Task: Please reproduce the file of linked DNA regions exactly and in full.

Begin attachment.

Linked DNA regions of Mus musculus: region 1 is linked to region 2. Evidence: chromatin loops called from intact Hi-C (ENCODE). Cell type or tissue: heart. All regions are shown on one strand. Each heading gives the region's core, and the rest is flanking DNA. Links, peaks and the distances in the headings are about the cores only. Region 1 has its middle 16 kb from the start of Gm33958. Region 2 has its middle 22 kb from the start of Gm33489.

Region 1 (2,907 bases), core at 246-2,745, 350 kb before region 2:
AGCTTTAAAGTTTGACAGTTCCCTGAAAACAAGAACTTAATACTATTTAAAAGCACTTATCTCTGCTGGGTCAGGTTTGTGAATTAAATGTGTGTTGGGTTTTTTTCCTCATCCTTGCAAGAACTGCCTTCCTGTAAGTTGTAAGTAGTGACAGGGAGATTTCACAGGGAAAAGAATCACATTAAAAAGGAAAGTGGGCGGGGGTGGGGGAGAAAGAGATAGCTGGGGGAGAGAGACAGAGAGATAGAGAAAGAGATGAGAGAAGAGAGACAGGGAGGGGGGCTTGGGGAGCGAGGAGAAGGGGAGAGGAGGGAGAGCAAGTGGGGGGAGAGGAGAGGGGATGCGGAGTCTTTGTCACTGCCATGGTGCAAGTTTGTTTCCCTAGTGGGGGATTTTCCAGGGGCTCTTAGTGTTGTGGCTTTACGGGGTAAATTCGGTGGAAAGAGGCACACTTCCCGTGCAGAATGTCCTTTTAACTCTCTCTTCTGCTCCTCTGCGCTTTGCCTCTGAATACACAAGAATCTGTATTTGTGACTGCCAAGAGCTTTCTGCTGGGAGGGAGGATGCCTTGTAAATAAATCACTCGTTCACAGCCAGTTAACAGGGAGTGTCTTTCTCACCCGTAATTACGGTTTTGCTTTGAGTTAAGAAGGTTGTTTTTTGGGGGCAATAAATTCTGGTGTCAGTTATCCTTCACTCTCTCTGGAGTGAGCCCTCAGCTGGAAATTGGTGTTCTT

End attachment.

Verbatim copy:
Linked DNA regions of Mus musculus: region 1 is linked to region 2. Evidence: chromatin loops called from intact Hi-C (ENCODE). Cell type or tissue: heart. All regions are shown on one strand. Each heading gives the region's core, and the rest is flanking DNA. Links, peaks and the distances in the headings are about the cores only. Region 1 has its middle 16 kb from the start of Gm33958. Region 2 has its middle 22 kb from the start of Gm33489.

Region 1 (2,907 bases), core at 246-2,745, 350 kb before region 2:
AGCTTTAAAGTTTGACAGTTCCCTGAAAACAAGAACTTAATACTATTTAAAAGCACTTATCTCTGCTGGGTCAGGTTTGTGAATTAAATGTGTGTTGGGTTTTTTTCCTCATCCTTGCAAGAACTGCCTTCCTGTAAGTTGTAAGTAGTGACAGGGAGATTTCACAGGGAAAAGAATCACATTAAAAAGGAAAGTGGGCGGGGGTGGGGGAGAAAGAGATAGCTGGGGGAGAGAGACAGAGAGATAGAGAAAGAGATGAGAGAAGAGAGACAGGGAGGGGGGCTTGGGGAGCGAGGAGAAGGGGAGAGGAGGGAGAGCAAGTGGGGGGAGAGGAGAGGGGATGCGGAGTCTTTGTCACTGCCATGGTGCAAGTTTGTTTCCCTAGTGGGGGATTTTCCAGGGGCTCTTAGTGTTGTGGCTTTACGGGGTAAATTCGGTGGAAAGAGGCACACTTCCCGTGCAGAATGTCCTTTTAACTCTCTCTTCTGCTCCTCTGCGCTTTGCCTCTGAATACACAAGAATCTGTATTTGTGACTGCCAAGAGCTTTCTGCTGGGAGGGAGGATGCCTTGTAAATAAATCACTCGTTCACAGCCAGTTAACAGGGAGTGTCTTTCTCACCCGTAATTACGGTTTTGCTTTGAGTTAAGAAGGTTGTTTTTTGGGGGCAATAAATTCTGGTGTCAGTTATCCTTCACTCTCTCTGGAGTGAGCCCTCAGCTGGAAATTGGTGTTCTT